Free To Air (FTA) dishes receive unencrypted television or radio broadcast signals. They can decode standard MPEG-2/DVB-S for digital television. FTA receivers are designed to detect active transponders and their channels without being pre-programmed thereby collecting any available information they can detect. With the use of these receivers, television viewers can receive transmissions without subscription.
FTA dishes usually come with a LNBF, which is a LNB (Low-Noise Block) integrated with a feedhorn. The feed horn channels the signals between the transceiver and the reflector, while the LNB converts signals from electromagnetic or radio waves to electric signals.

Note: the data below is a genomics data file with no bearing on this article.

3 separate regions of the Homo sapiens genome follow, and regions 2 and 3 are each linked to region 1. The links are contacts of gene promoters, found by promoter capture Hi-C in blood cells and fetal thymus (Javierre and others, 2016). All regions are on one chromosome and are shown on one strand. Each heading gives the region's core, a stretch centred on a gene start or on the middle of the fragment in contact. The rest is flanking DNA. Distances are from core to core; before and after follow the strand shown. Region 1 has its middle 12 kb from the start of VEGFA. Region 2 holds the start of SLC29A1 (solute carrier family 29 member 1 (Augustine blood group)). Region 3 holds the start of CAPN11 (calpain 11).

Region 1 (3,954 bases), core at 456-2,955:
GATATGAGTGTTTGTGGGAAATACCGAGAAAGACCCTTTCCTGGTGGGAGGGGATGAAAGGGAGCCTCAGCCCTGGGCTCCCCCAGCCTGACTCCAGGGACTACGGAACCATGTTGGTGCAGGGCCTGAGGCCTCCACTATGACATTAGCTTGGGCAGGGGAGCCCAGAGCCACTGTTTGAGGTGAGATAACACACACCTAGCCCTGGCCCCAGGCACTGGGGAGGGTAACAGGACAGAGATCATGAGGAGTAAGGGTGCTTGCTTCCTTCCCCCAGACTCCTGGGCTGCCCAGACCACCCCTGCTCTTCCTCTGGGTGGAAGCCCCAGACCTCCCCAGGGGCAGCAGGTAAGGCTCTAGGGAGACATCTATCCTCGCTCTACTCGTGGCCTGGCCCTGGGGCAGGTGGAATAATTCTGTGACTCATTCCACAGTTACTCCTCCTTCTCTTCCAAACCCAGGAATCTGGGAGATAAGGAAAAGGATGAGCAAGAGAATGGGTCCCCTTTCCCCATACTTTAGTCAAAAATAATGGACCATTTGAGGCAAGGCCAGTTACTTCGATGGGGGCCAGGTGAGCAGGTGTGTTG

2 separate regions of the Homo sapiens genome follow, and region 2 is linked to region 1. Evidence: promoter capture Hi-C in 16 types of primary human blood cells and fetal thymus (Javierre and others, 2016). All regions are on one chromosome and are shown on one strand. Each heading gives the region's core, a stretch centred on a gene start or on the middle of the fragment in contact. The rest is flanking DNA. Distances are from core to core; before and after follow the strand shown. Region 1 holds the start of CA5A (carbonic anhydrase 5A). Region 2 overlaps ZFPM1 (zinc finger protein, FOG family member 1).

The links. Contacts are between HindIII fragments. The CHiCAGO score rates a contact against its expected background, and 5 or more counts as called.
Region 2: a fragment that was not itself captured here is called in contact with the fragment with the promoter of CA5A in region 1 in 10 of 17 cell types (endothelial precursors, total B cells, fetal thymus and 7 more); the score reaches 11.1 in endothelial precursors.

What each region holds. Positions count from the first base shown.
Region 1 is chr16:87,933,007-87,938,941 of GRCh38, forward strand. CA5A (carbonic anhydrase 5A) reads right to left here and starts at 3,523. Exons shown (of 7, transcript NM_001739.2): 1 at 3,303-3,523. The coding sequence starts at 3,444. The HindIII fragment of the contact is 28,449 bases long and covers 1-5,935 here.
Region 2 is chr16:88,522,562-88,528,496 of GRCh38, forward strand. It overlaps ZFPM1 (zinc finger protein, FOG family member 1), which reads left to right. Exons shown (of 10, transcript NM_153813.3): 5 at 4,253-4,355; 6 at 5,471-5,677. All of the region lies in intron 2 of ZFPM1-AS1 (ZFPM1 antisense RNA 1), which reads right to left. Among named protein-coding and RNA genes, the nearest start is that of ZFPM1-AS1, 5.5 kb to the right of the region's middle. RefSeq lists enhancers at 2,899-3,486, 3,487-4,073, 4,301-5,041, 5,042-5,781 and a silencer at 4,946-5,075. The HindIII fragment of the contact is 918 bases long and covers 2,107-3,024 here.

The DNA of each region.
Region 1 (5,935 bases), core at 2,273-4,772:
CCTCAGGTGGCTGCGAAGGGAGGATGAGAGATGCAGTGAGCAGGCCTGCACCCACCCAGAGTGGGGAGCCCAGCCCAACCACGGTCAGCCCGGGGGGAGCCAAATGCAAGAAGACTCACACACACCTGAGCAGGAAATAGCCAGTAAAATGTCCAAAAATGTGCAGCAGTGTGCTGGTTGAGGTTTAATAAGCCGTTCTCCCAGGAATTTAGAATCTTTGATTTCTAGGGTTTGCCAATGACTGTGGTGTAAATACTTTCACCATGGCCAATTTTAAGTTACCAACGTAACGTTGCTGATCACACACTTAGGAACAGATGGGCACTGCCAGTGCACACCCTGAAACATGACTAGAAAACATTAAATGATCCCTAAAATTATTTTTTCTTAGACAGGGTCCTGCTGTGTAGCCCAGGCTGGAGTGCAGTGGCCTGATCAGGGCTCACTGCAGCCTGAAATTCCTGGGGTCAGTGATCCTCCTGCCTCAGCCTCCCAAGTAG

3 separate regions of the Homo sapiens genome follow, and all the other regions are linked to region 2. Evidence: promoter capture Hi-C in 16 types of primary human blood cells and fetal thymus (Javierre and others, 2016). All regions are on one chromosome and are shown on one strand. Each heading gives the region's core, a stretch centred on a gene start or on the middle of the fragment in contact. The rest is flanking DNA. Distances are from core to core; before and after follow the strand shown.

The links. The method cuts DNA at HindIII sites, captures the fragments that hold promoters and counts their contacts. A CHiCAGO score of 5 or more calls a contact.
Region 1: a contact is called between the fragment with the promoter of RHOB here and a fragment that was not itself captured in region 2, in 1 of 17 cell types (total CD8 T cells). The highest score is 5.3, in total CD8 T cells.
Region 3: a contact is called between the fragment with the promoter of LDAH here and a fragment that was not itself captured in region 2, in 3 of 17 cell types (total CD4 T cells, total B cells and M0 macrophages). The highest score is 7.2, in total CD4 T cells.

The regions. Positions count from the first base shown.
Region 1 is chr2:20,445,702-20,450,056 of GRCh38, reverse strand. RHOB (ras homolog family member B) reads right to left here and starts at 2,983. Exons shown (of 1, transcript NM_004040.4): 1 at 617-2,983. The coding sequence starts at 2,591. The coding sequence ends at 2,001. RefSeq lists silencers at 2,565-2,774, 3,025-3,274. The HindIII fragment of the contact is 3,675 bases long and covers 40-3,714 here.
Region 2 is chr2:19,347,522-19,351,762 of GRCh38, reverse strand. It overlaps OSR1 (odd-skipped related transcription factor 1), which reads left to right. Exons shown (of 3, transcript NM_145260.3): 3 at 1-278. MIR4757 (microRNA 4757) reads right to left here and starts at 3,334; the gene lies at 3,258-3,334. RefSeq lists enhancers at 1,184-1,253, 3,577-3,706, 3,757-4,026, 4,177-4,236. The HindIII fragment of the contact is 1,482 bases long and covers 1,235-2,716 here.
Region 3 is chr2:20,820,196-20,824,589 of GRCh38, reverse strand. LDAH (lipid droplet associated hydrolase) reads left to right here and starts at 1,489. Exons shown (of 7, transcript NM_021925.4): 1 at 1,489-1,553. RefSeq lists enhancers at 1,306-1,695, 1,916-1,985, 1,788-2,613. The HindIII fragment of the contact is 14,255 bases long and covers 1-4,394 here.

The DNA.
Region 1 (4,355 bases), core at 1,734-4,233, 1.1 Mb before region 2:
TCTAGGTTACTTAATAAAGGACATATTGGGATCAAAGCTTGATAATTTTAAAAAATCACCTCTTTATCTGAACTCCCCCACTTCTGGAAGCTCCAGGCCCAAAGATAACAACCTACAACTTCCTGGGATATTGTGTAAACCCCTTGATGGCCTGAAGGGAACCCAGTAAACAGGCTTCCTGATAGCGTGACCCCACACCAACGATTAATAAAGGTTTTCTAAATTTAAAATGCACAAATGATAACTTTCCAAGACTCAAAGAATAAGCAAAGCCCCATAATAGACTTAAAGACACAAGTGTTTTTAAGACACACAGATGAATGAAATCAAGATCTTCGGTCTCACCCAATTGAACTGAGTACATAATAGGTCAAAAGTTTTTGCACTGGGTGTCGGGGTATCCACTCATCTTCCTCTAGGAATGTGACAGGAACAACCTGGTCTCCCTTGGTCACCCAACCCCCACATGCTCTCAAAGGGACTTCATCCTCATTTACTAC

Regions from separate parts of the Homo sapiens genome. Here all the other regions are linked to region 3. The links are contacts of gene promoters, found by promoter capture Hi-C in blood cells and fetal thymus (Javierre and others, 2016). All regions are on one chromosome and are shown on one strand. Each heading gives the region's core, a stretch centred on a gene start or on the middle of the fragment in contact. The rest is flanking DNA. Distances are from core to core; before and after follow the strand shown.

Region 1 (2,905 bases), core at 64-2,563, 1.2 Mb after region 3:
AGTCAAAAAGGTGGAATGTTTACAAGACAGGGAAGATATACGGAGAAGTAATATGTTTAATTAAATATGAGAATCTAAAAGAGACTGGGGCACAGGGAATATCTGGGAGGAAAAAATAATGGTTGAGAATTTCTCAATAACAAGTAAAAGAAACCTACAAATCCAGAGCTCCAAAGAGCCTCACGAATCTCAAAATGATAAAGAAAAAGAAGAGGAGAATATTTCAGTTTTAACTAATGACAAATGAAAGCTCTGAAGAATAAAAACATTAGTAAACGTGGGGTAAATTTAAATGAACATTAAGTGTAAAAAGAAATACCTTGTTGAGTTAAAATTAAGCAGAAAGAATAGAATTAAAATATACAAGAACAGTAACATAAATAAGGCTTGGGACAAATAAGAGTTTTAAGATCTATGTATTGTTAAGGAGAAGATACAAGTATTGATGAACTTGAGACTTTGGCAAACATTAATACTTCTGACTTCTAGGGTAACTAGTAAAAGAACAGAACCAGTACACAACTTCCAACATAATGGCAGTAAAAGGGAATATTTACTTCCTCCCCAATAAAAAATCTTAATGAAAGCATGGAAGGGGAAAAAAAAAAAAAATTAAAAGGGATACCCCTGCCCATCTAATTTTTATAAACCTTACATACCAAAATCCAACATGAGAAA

FTA satellite receivers require a standard DTV-compliant dish easily found within the C-band and Ku-band system. A C band is a portion of the electromagnetic spectrum used for communications. Its microwave frequency ranges from 4 to 8 GHz and is primarily used for open satellite communications. C band dishes often come with TVRO (Television Receive-Only) satellite reception systems, which rely on unencrypted transmitted feeds and uses open standards.
The Ku band is another portion of the electromagnetic spectrum in the microwave frequency. It ranges from 12 to 18 GHz. Generally used for satellite communications, Ku band satellites are used by television networks to transmit signals from remote locations for editing and broadcasting. Unlike the C band, the Ku band is more flexible because the ratio of its power to the dish size can be adjusted.